Dawn has followed me to Kyrgyzstan, and in the golden light I see a grey old-model Audi pull over on the side of the road in the capital, Bishkek. I squint to see who's behind the wheel. I had arranged with the taxi driver who took me from the airport to ride in this car - driven, he told me, by his brother-in-law - six hours away to the outpost of Karakol. But I'm still not sure whether or not he's trying to rip me off. As I cross the tarmac I can make out that there's a man and a woman inside. Stuffed animals dangle from the rear-view mirror. It looks safe - finally, after two nights in a row aboard planes, I'll be able to sleep.
As we motor away the plump woman speaks to me in Russian, my confused look in no way weakening her persistence in this regard. Winding around mountain turns, my only successful form of communication is with the balding driver with deep lines sunken into his face: when he cracks his window and smokes a cigarette I do the same and we roll up the glass all at once. At some point, I pass out. When I awaken the door is open and there's someone new hovering over me. A red hood covers her head, black strands of hair are escaping and framing a pretty face and a lollipop is poking from her mouth. She looks about 20.
If this is a dream, I decide, at least she will speak English. "Hello," she smiles. Her name is Aipery. She's the couple's daughter and she works in this small town on the way to Karakol. Can she be my guide, she asks? Still half-asleep, I explain I want to go to the mountains and spend the night in a yurt. What will that cost? The young woman begins scribbling on a notepad an itinerary for which everything has a price. For example, when she writes the cost for bed and breakfast I say I don't eat in the morning, only tea. She scratches out 400 som for "breakfast" and writes "tea" next to 50 som. After filling several pages we come to a grand total of US$280 (Dh1,030), which is less than what my guidebook advises for similar three-day trips. There is the added appeal that I have bypassed any tourist agencies, which is always a goal.
The next morning Aipery and her father collect me from my Karakol hotel and we drive off into the mountains through little villages where chickens peck the road. When I see on my right a scene of a couple of yurts backgrounded by a red-faced cliff, a stream and white mountains, I ask the driver to stop for a snapshot. I get out of the car and adjust the settings on my point-and-click camera to try to capture more beauty than it can hold. Aipery and her father enter the yurt. This is our destination, I discover to my delight. The woman in the yurt is Aipery's aunt.
The setting and the lunch of plov, fresh-baked bread and raw honey are perfect. But money and communication are becoming problematic - much as the warnings I had received about Kyrgyzstan predicted. Aipery often confuses simple words like "who" and "what", "house" and "horse". When I wander outside in the morning to go to the loo and step barefoot on a bee, I realise I have no way to convey that I may be allergic. The beekeeper standing nearby, however, seems to know just what to do. "Vodka!" he yells through cupped hands. Aipery runs over with a shot glass and a zakuska of a tomato slice bearing a sprig of dill.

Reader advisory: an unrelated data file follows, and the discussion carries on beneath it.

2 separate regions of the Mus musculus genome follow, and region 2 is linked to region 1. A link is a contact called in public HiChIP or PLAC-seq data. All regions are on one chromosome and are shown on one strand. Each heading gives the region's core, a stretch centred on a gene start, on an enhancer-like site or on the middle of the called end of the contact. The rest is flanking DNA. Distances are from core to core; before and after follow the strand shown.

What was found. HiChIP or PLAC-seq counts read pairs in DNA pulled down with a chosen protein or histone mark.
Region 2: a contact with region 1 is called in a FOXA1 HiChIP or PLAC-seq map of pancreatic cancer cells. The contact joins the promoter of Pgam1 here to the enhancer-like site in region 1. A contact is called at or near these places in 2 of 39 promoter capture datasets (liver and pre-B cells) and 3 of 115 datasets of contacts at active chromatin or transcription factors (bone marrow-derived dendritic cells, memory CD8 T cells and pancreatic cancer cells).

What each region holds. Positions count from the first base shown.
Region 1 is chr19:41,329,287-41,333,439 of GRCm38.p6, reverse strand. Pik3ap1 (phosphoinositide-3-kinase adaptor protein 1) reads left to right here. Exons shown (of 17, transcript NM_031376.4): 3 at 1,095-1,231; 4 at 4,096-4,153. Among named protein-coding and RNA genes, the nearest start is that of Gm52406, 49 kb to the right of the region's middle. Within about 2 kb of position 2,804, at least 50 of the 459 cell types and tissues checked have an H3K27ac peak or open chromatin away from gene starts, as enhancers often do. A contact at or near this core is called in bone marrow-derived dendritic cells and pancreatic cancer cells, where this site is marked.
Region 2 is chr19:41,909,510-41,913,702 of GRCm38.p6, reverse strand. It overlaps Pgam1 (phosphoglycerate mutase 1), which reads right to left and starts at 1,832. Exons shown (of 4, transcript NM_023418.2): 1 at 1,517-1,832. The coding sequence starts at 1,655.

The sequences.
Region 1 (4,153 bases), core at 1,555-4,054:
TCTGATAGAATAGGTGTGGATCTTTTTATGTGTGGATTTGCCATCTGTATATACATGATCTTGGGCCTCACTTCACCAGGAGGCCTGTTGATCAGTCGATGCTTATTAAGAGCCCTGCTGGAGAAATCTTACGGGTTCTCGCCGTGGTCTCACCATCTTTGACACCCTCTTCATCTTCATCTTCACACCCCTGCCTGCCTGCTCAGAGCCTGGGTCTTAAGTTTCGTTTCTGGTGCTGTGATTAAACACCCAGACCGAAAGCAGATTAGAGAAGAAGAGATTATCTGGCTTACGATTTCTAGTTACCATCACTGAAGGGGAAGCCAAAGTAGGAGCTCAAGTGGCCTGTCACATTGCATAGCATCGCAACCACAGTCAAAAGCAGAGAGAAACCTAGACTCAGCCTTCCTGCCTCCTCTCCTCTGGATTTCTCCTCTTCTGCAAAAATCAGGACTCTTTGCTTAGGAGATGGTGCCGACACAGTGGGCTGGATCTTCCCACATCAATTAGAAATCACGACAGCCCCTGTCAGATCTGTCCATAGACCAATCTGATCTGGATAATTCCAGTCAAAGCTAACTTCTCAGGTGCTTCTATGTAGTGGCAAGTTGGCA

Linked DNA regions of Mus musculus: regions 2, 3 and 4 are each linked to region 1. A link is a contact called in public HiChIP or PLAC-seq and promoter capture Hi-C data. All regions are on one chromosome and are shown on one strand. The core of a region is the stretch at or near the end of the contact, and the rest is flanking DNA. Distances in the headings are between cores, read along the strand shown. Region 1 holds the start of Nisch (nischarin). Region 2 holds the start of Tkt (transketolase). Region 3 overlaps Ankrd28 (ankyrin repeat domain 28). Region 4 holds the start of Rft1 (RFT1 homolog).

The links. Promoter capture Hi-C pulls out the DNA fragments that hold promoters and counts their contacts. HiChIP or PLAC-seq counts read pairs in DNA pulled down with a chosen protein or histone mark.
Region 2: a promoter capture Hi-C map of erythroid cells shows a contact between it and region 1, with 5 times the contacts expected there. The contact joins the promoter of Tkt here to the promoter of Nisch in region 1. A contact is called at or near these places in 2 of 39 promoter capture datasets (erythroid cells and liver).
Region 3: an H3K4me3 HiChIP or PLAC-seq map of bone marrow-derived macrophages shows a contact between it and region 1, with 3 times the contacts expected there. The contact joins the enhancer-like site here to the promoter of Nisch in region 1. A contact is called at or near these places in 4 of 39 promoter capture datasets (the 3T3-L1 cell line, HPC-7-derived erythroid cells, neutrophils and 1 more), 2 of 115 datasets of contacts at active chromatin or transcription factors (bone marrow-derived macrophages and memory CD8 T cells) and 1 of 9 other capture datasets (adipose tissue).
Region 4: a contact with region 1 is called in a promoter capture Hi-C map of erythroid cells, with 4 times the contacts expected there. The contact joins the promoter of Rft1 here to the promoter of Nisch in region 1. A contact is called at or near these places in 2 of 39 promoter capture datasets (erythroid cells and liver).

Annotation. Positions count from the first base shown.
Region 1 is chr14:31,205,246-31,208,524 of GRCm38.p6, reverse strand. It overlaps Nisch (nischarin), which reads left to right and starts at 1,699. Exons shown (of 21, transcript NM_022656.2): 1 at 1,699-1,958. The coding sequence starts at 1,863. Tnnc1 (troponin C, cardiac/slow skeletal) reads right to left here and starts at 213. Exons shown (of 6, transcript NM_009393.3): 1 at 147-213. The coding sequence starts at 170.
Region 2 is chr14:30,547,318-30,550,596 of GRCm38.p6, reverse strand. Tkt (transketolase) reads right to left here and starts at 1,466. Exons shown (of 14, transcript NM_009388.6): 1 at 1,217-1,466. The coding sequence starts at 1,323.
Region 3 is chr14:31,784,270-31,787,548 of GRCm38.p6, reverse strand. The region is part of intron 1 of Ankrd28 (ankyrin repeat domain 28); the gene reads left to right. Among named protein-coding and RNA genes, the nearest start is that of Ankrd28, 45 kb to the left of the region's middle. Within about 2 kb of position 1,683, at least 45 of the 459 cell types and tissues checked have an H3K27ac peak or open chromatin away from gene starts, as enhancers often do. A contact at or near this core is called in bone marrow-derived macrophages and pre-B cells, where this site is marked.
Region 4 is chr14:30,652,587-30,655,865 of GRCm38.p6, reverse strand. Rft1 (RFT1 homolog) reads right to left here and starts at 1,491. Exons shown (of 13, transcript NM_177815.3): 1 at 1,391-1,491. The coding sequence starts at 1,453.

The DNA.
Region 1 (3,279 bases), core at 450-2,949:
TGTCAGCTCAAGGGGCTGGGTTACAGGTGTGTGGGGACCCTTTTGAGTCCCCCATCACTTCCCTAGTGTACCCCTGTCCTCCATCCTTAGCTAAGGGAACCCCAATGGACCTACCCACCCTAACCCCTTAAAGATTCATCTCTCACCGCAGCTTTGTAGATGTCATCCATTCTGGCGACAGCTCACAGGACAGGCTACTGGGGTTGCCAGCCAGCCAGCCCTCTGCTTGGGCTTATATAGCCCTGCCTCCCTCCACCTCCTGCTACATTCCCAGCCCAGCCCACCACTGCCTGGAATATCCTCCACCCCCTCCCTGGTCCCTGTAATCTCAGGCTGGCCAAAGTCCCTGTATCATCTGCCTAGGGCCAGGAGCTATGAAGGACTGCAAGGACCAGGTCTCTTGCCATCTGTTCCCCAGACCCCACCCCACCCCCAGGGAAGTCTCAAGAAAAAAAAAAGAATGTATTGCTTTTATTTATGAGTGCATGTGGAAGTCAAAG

As far as money is concerned, even though every bit of our itinerary was painstakingly itemised, the costs keep changing. My food, for example, is meant to be 400 som. But Aipery informs me it will be twice that because she had lunch, too. I ask if every meal will cost double. "I no eat?" She replies, doe-eyed. After spending the night in the yurt with Aipery and her aunt sharing a mat two metres away, her father picks us up.
We round the shores of Lake Issykol and then ascend along rubble roads. Again, where we arrive is more ideal than I could imagine. In a boulder-strewn valley sits a weatherworn horse ranch. There is a tiny cottage -Aipery's grandmother's - with sheep's felt cladding the door and smoke billowing from a chimney. Bloody meat is piled on the table inside. A tiny stove burns patties of cow dung. In the corner of the kitchen there is a bed where, beneath a pile of blankets and clothes, lies a frail woman who looks older than the mountains. In her blotchy hand she clenches a tin can, every so often heaving and expectorating into it.
The other women of the house roll out sheets of dough and fold fatty chunks of mutton, onions and spices into manti. Dinner is followed by endless rounds of green tea drunken from little bowls - to finish one is to ask for another - and more strange sounds coming from deep inside grandma. Aipery finds in another room an aged overcoat lined with snow leopard's fur. She dresses her father in it and one of the white felt hats that old Kyrgys men wear and asks me to take a portrait.
The experience of the last few days has been raw and difficult sometimes, but I know it's not one offered by any travel agency. I realised a while ago that I financed a trip for Aipery's parents to visit their daughter and family. In a way, everyone got what they wanted, plus a little bit more. email@example.com